November 5th, 2012
This week brings us the release of only two relevant monthly economic reports but neither of them is considered to be highly important. There are also two important Treasury auctions this week that may influence mortgage rates more than the minor economic data will. I don’t foresee any significant happening with mortgage rates unless something quite unexpected happens, but we should still see minor changes to pricing several days.
Neither of this week’s monthly economic reports is expected to lead to noticeable changes in mortgage rates. This means that the stock markets will likely be a significant influence on bond trading and mortgage rates in addition to the two particular Treasury auctions. If the stock markets rally, we could see funds shift from bonds into stocks that potentially offer better returns, leading to higher mortgage rates. If stocks fall from current levels early in the week, bonds and mortgage shoppers should benefit.
The two important Treasury auctions come Wednesday and Thursday when 10-year Notes and 30-year Bonds are sold. The 10-year sale is the more important of the two as it will give us a better indication of demand for mortgage-related securities. If the sales are met with a strong demand from investors, we should see the bond market move higher during afternoon trading the days of the auctions. But a lackluster interest from buyers, particularly international investors, would indicate a waning appetite for longer-term U.S. securities and lead to broader bond selling. The selling in bonds would probably result in upward revisions to mortgage rates.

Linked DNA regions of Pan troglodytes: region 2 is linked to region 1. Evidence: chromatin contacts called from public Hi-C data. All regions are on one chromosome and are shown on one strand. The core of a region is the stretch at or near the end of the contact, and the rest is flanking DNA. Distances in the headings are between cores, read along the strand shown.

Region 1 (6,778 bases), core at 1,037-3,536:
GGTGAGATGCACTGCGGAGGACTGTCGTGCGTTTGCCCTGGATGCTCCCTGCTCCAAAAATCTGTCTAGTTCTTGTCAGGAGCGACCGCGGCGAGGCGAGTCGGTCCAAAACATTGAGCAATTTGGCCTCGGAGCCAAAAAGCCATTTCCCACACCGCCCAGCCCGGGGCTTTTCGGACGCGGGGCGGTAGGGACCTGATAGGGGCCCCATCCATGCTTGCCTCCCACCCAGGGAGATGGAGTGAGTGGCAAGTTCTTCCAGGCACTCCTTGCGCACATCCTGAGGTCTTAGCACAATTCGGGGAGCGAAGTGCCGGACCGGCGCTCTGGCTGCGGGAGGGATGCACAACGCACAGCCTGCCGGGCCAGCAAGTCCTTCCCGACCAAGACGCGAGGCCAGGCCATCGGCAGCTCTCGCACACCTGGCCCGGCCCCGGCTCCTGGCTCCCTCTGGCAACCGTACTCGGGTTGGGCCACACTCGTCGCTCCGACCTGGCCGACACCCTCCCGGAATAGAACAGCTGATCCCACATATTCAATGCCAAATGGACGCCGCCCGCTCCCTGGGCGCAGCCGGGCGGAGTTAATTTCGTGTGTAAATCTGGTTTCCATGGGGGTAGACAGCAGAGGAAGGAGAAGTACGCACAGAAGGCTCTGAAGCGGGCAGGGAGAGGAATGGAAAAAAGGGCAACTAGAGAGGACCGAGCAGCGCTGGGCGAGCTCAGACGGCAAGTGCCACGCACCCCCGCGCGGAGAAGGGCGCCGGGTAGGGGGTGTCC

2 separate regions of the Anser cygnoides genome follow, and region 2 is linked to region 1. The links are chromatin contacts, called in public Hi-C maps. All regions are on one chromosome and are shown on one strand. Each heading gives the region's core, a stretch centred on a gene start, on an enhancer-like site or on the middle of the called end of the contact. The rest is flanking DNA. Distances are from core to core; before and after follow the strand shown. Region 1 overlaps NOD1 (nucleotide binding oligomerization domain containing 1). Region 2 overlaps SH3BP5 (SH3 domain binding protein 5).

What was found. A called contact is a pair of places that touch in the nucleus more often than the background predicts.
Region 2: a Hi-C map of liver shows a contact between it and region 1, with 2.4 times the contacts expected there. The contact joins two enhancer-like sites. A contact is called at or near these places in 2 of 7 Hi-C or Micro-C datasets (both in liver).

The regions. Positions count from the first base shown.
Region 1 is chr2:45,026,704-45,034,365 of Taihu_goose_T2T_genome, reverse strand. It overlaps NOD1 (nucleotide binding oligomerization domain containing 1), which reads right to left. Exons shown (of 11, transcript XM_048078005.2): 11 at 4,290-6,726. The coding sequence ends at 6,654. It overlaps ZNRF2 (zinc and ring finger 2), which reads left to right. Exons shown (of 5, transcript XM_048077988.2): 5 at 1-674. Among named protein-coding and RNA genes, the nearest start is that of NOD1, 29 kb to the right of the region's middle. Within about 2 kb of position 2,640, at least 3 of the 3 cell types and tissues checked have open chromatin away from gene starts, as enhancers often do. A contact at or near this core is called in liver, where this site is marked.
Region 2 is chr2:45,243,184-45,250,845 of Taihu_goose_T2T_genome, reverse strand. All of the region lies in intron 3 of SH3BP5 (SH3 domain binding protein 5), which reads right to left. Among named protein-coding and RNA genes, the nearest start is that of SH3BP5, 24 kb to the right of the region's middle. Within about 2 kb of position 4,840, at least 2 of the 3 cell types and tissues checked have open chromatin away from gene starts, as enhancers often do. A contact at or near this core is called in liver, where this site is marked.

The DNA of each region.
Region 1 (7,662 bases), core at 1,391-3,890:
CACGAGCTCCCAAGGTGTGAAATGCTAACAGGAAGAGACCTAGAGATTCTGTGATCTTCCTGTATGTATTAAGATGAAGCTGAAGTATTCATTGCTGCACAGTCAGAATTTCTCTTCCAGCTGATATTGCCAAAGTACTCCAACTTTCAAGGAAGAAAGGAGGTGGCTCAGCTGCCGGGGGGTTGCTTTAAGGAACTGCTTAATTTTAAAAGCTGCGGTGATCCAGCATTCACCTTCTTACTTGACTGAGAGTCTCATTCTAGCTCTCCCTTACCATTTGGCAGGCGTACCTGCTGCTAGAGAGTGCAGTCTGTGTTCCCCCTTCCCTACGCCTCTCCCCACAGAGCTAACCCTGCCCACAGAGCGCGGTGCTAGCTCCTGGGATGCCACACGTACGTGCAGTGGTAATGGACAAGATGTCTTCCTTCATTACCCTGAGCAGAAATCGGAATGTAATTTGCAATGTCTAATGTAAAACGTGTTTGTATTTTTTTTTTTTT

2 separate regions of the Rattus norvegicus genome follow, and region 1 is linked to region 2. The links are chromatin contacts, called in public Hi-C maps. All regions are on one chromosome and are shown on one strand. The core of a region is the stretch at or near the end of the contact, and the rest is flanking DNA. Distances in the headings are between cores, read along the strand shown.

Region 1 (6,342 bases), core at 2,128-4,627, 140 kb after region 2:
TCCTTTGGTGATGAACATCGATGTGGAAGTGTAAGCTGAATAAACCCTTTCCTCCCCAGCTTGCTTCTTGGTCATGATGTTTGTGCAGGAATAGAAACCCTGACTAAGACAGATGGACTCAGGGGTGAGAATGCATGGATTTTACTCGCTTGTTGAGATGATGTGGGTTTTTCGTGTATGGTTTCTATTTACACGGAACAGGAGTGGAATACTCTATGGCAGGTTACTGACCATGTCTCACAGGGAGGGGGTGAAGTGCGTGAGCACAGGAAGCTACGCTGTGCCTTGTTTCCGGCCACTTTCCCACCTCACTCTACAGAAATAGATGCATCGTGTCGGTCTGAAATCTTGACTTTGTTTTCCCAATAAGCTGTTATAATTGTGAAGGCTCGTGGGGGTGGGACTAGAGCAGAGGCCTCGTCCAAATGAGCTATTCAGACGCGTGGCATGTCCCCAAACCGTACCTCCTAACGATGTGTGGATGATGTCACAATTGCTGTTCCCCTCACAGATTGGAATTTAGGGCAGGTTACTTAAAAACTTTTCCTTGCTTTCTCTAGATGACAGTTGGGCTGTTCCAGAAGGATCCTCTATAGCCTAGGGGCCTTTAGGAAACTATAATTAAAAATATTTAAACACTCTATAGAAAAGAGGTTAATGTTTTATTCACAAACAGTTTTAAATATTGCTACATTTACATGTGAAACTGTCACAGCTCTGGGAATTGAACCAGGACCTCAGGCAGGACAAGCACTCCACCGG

The first monthly data of the week is September’s Goods and Services Trade Balance report early Thursday morning. It helps us measure the size of the U.S. trade deficit, but usually is not a major influence on bond trading or mortgage pricing. It does affect the value of the U.S. dollar, which makes U.S. securities more attractive to international investors when the dollar is strong. This is because the securities’ proceeds are worth more when sold and converted to the investor’s domestic currency. However, its results will not likely directly lead to changes in mortgage rates. Analysts are expecting to see a $45.4 billion trade deficit.
November’s preliminary reading of the University of Michigan’s Index of Consumer Sentiment will be released late Friday morning. This index measures consumer confidence, which gives us an indication of consumer willingness to spend. It is expected to show a reading of 83.0, up slightly from October’s final reading of 82.6. That would be considered negative news for bonds because rising sentiment means consumers are more optimistic about their own financial situations and are more likely to make large purchases in the near future. Since consumer spending makes up over two-thirds of the U.S. economy, any related data is watched closely. The lower the reading, the better the news for mortgage shoppers.
Overall, it is difficult to predict just how active this week will be for mortgage rates. As expected, last week brought us quite a bit of volatility in rates when the markets were open for trading. This week should be much calmer as I don’t believe the economic data on tap will be a catalyst for large swings in the major indexes or bond prices. I think the key will be the stock markets and Wednesday’s Treasury auction. If they give us favorable results, mortgage rates will likely close the week lower than Monday’s opening levels.